2. Is there a particular order to taste beer in?
There are no hard-and-fast rules to this, but the best bet is to start light and go darker from there. If you order a flight of three or four small glasses of beer, usually the server will present them to you in that order. But it is also important to consider the alcohol content and how hoppy the beers are. A light-coloured beer could still be very strong and hoppy—and if you drink it first you might overwhelm your palate, making it difficult to taste other beers—while a dark beer could actually be very mild in flavour. Usually, the bartender or server will let you know the best order.
3. If I like a particular type of beer, how would I make the leap to something different, but not TOO different?
Once you discover a beer style you really enjoy, the easiest way to experiment is to look for the same style of beer produced by another brewery. It’s going to be slightly different, because each brewer will put their own spin on the style, using a slightly different recipe and perhaps some different techniques, but you may find you like the new beer even more. Another good approach is to try another beer from the same brewery. Every brewery has its own character so you may find that you really like a certain brewery’s all-round approach.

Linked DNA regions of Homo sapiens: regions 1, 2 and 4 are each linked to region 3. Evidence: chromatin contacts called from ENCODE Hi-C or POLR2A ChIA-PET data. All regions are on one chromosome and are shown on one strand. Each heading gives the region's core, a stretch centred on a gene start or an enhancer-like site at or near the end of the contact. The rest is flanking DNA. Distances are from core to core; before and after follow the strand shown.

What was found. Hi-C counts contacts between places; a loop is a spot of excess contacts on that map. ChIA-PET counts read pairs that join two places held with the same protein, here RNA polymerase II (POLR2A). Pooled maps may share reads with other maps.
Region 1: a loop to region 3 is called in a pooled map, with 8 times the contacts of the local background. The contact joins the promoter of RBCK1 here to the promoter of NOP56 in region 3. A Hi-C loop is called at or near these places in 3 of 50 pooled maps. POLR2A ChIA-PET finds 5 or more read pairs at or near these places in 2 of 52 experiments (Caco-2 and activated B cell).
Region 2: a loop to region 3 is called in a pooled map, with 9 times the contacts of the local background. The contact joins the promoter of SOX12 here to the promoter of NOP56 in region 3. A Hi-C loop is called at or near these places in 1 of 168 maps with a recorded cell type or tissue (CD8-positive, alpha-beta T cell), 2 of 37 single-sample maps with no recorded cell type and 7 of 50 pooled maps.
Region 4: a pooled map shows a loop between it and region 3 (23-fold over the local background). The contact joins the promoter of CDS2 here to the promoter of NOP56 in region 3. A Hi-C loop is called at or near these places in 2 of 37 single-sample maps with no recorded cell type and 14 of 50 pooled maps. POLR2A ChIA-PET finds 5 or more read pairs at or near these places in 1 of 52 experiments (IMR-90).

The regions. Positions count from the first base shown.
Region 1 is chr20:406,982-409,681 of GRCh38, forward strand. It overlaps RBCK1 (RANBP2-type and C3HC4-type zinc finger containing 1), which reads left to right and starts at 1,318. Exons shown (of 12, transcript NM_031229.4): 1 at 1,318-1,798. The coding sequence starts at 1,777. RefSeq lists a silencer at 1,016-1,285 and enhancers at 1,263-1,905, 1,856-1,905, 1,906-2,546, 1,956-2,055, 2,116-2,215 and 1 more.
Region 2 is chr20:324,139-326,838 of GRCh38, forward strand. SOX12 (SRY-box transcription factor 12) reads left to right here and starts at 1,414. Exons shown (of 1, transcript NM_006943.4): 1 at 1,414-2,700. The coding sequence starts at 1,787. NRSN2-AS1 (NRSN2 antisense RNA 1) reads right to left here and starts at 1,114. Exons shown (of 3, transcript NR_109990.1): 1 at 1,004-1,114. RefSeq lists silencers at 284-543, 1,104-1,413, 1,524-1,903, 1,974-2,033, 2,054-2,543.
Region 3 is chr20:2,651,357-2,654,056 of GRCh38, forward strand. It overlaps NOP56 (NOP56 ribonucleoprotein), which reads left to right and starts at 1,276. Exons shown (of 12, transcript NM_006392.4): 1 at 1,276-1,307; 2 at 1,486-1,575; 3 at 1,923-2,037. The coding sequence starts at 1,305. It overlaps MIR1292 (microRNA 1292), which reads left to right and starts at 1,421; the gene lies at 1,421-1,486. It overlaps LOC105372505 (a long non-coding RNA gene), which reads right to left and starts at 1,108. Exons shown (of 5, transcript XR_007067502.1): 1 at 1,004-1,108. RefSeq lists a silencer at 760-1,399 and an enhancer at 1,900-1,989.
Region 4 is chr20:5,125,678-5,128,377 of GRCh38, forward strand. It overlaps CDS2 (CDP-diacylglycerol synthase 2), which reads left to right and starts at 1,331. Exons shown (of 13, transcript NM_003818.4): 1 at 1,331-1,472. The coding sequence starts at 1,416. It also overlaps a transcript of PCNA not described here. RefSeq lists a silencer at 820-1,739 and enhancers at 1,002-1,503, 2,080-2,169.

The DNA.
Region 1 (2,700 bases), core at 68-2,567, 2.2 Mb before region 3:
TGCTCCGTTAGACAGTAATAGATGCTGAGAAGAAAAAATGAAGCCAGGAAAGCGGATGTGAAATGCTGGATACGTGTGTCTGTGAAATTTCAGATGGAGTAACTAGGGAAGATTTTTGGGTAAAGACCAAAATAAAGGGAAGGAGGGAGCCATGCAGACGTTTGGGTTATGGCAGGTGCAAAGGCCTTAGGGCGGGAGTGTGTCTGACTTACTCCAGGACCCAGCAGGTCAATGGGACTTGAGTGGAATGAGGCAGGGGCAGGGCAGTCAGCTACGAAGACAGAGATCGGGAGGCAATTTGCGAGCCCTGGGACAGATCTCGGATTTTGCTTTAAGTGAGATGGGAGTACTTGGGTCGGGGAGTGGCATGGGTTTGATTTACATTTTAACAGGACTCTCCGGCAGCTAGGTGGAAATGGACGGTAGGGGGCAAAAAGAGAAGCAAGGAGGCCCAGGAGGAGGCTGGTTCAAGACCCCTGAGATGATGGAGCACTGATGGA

Ask the bartender or server for a suggestion based on what you like. The folks who work at craft breweries and tap houses are generally very knowledgeable and experienced when it comes to beer so they will likely have some great beers to suggest.
4. I’m worried I don’t know enough about beer. I don’t want to look foolish.